FIG. 3 is a block diagram of a base station receiver and a centralized base station controller of FIG. 1 for receiving facsimile data in accordance with the preferred embodiment of the present invention. Orthogonally encoded spread-spectrum digital signal 119 is received at receive antenna 331 and amplified by receiver 332 before being despread by despreader 336 into in-phase 340 and quadrature 338 components. Components 338, 340 of despread digital samples are then grouped into predetermined length groups (e.g., 64 sample length groups) of sampled signals that are independently input to orthogonal decoders in the form of fast Hadamard transformers 342, 344, which despread the orthogonally encoded signal components producing a plurality of despread signal components 346 and 360, respectively (e.g. when 64 sample length groups are input, then 64 despread signals are generated). In addition, each transformer output signal 346, 360 has an associated Walsh index symbol which identifies each particular orthogonal code from within a set of mutually orthogonal codes (e.g. when 64 sample length groups are input, then a 6 bit length index data symbol can be associated with the transformer output signal to indicate the particular 64 bit length orthogonal code to which the transformer output signal corresponds). Outputs 346 and 360 are then demodulated by demodulator 368. Demodulated data 370 is then deinterleaved by deinterleaver 372 prior to final maximum likelihood decoding by decoder 376 and passed as signal 378 to CBSC 103.
As shown in FIG. 3, CBSC 103 comprises signal quality indicator

(not shown), controller 303, transcoder (XCDR) 306, facsimile transcoder (FXCDR) 305, and Pulse Code Modulator (PCM) 311. Within CBSC 103, signal 378 is routed to controller 303. Controller 303 also performs the radio link protocol (RLP) processor function for the CBSC 103. Based on the determination made by switch 411 of whether signal 401 is voice or facsimile data, controller 303 routes signal 378 to either XCDR 306 or FXCDR 305. In particular, switch 411 causes a standard service option message to be generated that indicates the call is an analog facsimile session. Specifically, CBSC 103 uses its tone detector in switch 411 to determine the disposition of the call as either voice, facsimile, or modem type data. If signal 378 contains facsimile data, then signal 378 is routed to Facsimile Transcoder (FXCDR) 305. In the preferred embodiment of the present invention, FXCDR 305 performs the function of converting digital data contained within signal 378 to analog form.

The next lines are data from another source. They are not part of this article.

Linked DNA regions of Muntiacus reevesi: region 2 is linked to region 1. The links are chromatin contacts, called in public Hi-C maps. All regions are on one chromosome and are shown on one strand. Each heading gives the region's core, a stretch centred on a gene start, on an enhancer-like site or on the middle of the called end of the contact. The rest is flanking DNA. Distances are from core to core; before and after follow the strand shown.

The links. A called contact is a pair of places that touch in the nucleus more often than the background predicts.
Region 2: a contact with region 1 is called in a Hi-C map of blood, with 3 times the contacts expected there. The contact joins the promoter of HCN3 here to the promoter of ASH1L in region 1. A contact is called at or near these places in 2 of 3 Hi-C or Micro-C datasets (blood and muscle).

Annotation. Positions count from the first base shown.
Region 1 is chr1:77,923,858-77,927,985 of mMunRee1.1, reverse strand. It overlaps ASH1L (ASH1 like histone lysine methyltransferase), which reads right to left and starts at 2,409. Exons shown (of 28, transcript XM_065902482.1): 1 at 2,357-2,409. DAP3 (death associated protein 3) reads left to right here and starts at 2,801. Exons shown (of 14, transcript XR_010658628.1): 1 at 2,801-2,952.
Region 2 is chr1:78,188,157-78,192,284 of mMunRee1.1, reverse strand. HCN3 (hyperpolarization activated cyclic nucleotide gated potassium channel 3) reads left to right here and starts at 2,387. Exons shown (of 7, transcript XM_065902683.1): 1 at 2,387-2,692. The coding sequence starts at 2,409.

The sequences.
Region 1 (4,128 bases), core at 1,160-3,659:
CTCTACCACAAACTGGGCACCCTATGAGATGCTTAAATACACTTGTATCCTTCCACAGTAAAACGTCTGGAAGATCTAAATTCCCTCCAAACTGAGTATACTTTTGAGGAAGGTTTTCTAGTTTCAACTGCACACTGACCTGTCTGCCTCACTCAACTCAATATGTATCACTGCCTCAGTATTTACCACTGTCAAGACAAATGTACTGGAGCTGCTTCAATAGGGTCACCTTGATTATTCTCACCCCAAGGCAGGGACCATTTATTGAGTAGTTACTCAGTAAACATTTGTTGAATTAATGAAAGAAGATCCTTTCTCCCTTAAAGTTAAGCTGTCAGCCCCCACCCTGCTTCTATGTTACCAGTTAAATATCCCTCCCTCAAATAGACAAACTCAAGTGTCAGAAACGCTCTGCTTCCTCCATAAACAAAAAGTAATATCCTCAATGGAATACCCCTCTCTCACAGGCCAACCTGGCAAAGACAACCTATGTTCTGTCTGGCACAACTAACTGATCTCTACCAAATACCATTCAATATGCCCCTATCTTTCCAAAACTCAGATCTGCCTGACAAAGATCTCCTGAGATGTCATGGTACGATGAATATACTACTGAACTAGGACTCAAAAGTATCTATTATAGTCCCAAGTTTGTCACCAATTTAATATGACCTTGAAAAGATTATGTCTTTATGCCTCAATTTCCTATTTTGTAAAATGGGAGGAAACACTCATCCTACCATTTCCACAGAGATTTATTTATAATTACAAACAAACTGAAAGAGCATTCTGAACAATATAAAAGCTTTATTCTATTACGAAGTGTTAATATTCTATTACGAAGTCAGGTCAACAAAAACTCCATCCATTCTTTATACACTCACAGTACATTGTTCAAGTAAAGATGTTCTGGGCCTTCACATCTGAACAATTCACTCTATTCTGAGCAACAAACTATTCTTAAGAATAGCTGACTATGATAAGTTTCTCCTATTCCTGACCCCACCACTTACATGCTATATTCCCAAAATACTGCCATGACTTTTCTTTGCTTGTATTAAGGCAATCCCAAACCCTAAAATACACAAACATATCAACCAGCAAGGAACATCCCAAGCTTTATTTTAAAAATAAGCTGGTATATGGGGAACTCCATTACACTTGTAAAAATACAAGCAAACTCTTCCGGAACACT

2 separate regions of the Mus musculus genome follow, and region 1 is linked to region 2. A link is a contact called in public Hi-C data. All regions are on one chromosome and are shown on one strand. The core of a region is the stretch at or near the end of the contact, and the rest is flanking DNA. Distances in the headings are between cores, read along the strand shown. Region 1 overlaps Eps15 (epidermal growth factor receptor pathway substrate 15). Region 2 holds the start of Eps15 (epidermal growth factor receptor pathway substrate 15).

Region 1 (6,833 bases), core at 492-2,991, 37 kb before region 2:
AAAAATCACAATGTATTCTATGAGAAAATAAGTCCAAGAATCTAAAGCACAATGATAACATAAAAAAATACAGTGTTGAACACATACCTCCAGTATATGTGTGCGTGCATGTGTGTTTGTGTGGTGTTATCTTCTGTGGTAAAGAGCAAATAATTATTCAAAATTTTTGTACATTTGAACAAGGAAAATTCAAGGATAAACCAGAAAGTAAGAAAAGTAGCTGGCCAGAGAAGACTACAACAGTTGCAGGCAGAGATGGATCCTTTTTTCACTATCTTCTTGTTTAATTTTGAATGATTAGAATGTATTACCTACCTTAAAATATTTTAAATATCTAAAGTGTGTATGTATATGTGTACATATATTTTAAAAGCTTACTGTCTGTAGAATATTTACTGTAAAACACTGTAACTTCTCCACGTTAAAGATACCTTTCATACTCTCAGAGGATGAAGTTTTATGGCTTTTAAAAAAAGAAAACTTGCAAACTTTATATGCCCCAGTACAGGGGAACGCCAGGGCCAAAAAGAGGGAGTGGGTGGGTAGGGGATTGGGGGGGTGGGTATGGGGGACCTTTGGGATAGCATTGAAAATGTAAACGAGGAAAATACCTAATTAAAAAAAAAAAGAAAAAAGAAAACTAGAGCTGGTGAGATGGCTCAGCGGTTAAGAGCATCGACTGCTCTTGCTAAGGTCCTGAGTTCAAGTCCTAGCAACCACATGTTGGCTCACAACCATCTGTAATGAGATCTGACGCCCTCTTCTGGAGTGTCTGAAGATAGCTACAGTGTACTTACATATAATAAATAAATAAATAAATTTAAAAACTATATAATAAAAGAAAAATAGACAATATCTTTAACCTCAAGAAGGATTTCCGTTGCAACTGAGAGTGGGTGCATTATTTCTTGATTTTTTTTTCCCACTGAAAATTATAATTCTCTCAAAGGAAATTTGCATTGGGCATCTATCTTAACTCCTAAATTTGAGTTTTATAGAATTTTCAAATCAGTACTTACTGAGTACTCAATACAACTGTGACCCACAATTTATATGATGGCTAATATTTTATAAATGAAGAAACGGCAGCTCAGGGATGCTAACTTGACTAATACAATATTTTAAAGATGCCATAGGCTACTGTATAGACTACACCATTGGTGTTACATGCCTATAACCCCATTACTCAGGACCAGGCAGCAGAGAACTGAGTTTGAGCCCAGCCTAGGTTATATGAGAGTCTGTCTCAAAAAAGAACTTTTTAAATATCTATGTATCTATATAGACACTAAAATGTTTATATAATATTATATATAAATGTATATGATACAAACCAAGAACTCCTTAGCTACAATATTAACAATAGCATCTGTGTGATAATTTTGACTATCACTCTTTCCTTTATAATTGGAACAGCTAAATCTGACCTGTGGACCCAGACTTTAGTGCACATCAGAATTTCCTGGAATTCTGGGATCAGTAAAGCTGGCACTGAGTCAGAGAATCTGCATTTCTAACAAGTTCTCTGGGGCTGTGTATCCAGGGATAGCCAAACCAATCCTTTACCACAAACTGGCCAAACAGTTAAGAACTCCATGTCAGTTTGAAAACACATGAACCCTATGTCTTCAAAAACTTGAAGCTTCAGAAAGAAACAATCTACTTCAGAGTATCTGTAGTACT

Continuing, signal 378 enters modem 307 and is converted back to its original analog form and is output from modem 307 as signal 381. Additionally, as will be discussed below in reference to FIG. 6, signal 378 is initially buffered by buffer 309 for up to 1 second prior to entering modem 307 in order to compensate for errors that can occur in air interface signal 119 that prevent timely delivery of facsimile line information contained in signal 378. The exact amount of buffering is optimized to be slightly longer in time than the maximum time that the communication signal 119 can become unavailable or unreliable. Buffering ensures continuous transmission of facsimile data to MSC 104 (and eventually to peripheral 120). In particular, since most facsimile machines require a continuous transmission of data, continuous transmission of data to peripheral 120 is required, even when corrupted data is received by CBSC 103 due to brief outages or unreliability of communication link 119. In the preferred embodiment, a signal quality indicator (not shown) determines if signal 378 contains corrupted data, and if so instructs buffer 309 to stop buffering corrupted data 378. In the preferred embodiment of the present invention a signal quality indicator analyzes signal 378 to determine a Bit Error Rate (BER) for signal 378 to determine a signal quality indication, although in alternate embodiments of the present invention other signal quality indications may be utilized. During normal operation buffer 309 acts as a "pipeline" whereas data comes into the buffer and is later removed from the buffer. When communication link 119 contains errors, however, buffer 309 can become depleted. When this happens, buffer 309 is instructed by controller 303 to begin transmitting a "FILL" character. As defined in the T.4 standard, "FILL" is a variable length of bit zeroes which can be sent for up to 5-seconds. The Error Correction Mode (ECM) which is used with the T.6 standard will allow HDLC flags to be used for "FILL". This transmission of "FILL" characters will continue until which time the amount of data in the buffer 309 becomes sufficient (such as a complete T.4 line or a complete frame of T.6 data). Once the amount of data in the buffer 309 becomes sufficient, controller 303 instructs buffer 309 to once again start transmitting data from buffer 309.